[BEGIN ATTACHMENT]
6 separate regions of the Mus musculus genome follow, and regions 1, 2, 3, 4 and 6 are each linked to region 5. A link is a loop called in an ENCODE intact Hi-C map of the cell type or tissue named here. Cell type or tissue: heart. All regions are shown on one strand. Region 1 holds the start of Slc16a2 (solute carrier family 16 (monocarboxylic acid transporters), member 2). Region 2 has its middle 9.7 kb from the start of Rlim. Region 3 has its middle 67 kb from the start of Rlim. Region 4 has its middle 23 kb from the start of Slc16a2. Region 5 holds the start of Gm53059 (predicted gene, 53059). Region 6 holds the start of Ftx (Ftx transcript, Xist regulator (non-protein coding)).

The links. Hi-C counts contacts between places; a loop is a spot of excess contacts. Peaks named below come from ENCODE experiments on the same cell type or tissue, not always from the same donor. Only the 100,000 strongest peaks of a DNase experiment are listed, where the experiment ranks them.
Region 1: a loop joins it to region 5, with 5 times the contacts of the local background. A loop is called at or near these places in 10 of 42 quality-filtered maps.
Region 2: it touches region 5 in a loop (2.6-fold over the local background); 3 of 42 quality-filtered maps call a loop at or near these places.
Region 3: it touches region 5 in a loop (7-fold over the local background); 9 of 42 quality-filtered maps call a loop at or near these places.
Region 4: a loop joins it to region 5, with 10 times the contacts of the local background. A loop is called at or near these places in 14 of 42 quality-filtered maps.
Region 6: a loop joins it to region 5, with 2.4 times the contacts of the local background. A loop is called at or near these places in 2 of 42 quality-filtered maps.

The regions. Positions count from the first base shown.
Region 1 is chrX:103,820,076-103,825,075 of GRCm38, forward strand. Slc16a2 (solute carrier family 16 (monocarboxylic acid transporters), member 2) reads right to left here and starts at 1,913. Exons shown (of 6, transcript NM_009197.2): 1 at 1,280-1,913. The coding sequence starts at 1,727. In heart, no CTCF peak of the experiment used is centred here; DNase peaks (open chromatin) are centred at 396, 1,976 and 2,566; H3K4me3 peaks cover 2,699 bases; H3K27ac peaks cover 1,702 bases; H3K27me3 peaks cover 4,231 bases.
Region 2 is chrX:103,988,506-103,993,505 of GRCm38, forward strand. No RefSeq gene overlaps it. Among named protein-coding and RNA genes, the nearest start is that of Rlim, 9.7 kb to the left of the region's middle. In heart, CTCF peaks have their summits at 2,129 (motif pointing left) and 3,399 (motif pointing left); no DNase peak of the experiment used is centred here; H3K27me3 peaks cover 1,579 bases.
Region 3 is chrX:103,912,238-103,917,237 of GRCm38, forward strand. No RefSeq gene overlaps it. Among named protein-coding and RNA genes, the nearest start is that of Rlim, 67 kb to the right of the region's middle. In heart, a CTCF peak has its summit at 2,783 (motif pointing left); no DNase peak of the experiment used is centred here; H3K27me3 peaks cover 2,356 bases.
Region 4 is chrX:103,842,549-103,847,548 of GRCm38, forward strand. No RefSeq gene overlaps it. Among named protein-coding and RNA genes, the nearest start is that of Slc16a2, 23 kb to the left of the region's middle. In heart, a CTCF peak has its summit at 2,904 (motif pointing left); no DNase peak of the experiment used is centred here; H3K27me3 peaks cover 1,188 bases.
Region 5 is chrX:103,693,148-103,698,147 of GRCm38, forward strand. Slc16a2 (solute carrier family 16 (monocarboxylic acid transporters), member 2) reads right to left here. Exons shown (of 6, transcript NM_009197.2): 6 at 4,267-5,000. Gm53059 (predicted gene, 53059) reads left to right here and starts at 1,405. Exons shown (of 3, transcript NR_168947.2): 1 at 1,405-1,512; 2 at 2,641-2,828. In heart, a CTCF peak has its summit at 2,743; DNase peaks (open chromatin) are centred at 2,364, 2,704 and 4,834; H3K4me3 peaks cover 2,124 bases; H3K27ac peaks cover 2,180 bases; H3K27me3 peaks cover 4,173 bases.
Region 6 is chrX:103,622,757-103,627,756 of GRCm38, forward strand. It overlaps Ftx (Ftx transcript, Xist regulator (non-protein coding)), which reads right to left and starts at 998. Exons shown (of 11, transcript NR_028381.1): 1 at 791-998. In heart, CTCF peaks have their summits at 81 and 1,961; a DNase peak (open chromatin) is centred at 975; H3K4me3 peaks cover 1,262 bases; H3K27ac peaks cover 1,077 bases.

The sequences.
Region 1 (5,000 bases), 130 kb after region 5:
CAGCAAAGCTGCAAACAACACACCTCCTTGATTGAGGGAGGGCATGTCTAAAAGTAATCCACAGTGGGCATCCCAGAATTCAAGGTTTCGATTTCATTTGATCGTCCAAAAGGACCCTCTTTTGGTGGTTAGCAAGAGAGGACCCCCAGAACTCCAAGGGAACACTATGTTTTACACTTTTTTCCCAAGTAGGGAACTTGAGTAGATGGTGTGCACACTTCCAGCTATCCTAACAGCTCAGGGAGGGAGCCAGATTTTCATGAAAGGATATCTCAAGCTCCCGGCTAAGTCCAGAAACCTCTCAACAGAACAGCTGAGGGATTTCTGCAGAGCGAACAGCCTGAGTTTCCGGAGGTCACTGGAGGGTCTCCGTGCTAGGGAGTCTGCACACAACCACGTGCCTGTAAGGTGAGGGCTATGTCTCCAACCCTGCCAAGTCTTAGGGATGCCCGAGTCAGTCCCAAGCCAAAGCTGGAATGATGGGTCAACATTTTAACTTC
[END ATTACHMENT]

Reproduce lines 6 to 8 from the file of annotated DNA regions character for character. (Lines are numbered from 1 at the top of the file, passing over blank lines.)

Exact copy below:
Region 4: a loop joins it to region 5, with 10 times the contacts of the local background. A loop is called at or near these places in 14 of 42 quality-filtered maps.
Region 6: a loop joins it to region 5, with 2.4 times the contacts of the local background. A loop is called at or near these places in 2 of 42 quality-filtered maps.

The regions. Positions count from the first base shown.